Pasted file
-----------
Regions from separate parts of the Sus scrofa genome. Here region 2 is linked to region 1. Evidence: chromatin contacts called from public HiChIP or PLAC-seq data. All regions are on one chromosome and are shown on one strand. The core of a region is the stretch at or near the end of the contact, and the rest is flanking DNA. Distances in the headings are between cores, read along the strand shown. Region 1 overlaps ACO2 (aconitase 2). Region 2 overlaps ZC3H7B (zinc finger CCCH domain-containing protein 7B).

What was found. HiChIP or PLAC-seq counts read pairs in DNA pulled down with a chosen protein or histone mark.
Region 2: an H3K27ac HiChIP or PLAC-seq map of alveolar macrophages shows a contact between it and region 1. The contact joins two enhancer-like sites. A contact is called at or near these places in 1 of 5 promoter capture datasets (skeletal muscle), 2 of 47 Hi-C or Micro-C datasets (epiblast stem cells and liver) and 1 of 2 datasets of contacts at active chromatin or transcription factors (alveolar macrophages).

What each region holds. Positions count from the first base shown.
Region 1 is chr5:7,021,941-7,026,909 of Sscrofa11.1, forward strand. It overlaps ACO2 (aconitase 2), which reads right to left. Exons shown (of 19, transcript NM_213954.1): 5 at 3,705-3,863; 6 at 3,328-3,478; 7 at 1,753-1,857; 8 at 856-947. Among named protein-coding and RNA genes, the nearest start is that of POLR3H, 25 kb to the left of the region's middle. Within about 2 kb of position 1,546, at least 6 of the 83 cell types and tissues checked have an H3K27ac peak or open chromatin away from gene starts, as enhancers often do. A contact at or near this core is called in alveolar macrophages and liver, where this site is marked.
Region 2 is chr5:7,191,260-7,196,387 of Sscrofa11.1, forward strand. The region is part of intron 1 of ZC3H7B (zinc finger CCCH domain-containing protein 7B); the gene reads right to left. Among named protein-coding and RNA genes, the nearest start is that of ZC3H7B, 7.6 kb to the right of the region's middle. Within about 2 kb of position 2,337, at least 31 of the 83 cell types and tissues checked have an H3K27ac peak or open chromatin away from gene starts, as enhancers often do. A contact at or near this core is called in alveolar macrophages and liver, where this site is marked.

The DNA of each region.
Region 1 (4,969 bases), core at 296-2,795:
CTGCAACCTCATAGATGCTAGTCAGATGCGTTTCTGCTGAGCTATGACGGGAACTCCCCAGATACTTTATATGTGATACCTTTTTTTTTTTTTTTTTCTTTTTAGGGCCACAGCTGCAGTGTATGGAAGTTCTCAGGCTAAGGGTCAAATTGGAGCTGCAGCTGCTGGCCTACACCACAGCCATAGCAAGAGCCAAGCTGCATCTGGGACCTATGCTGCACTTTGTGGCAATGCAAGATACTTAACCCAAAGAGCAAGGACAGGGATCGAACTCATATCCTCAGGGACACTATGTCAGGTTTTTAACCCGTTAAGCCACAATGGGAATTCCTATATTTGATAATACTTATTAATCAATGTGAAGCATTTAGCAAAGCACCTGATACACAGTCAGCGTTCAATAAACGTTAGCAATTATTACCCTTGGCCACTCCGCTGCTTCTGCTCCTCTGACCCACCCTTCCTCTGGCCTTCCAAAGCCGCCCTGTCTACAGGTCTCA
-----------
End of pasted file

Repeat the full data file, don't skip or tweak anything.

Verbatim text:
Regions from separate parts of the Sus scrofa genome. Here region 2 is linked to region 1. Evidence: chromatin contacts called from public HiChIP or PLAC-seq data. All regions are on one chromosome and are shown on one strand. The core of a region is the stretch at or near the end of the contact, and the rest is flanking DNA. Distances in the headings are between cores, read along the strand shown. Region 1 overlaps ACO2 (aconitase 2). Region 2 overlaps ZC3H7B (zinc finger CCCH domain-containing protein 7B).

What was found. HiChIP or PLAC-seq counts read pairs in DNA pulled down with a chosen protein or histone mark.
Region 2: an H3K27ac HiChIP or PLAC-seq map of alveolar macrophages shows a contact between it and region 1. The contact joins two enhancer-like sites. A contact is called at or near these places in 1 of 5 promoter capture datasets (skeletal muscle), 2 of 47 Hi-C or Micro-C datasets (epiblast stem cells and liver) and 1 of 2 datasets of contacts at active chromatin or transcription factors (alveolar macrophages).

What each region holds. Positions count from the first base shown.
Region 1 is chr5:7,021,941-7,026,909 of Sscrofa11.1, forward strand. It overlaps ACO2 (aconitase 2), which reads right to left. Exons shown (of 19, transcript NM_213954.1): 5 at 3,705-3,863; 6 at 3,328-3,478; 7 at 1,753-1,857; 8 at 856-947. Among named protein-coding and RNA genes, the nearest start is that of POLR3H, 25 kb to the left of the region's middle. Within about 2 kb of position 1,546, at least 6 of the 83 cell types and tissues checked have an H3K27ac peak or open chromatin away from gene starts, as enhancers often do. A contact at or near this core is called in alveolar macrophages and liver, where this site is marked.
Region 2 is chr5:7,191,260-7,196,387 of Sscrofa11.1, forward strand. The region is part of intron 1 of ZC3H7B (zinc finger CCCH domain-containing protein 7B); the gene reads right to left. Among named protein-coding and RNA genes, the nearest start is that of ZC3H7B, 7.6 kb to the right of the region's middle. Within about 2 kb of position 2,337, at least 31 of the 83 cell types and tissues checked have an H3K27ac peak or open chromatin away from gene starts, as enhancers often do. A contact at or near this core is called in alveolar macrophages and liver, where this site is marked.

The DNA of each region.
Region 1 (4,969 bases), core at 296-2,795:
CTGCAACCTCATAGATGCTAGTCAGATGCGTTTCTGCTGAGCTATGACGGGAACTCCCCAGATACTTTATATGTGATACCTTTTTTTTTTTTTTTTTCTTTTTAGGGCCACAGCTGCAGTGTATGGAAGTTCTCAGGCTAAGGGTCAAATTGGAGCTGCAGCTGCTGGCCTACACCACAGCCATAGCAAGAGCCAAGCTGCATCTGGGACCTATGCTGCACTTTGTGGCAATGCAAGATACTTAACCCAAAGAGCAAGGACAGGGATCGAACTCATATCCTCAGGGACACTATGTCAGGTTTTTAACCCGTTAAGCCACAATGGGAATTCCTATATTTGATAATACTTATTAATCAATGTGAAGCATTTAGCAAAGCACCTGATACACAGTCAGCGTTCAATAAACGTTAGCAATTATTACCCTTGGCCACTCCGCTGCTTCTGCTCCTCTGACCCACCCTTCCTCTGGCCTTCCAAAGCCGCCCTGTCTACAGGTCTCA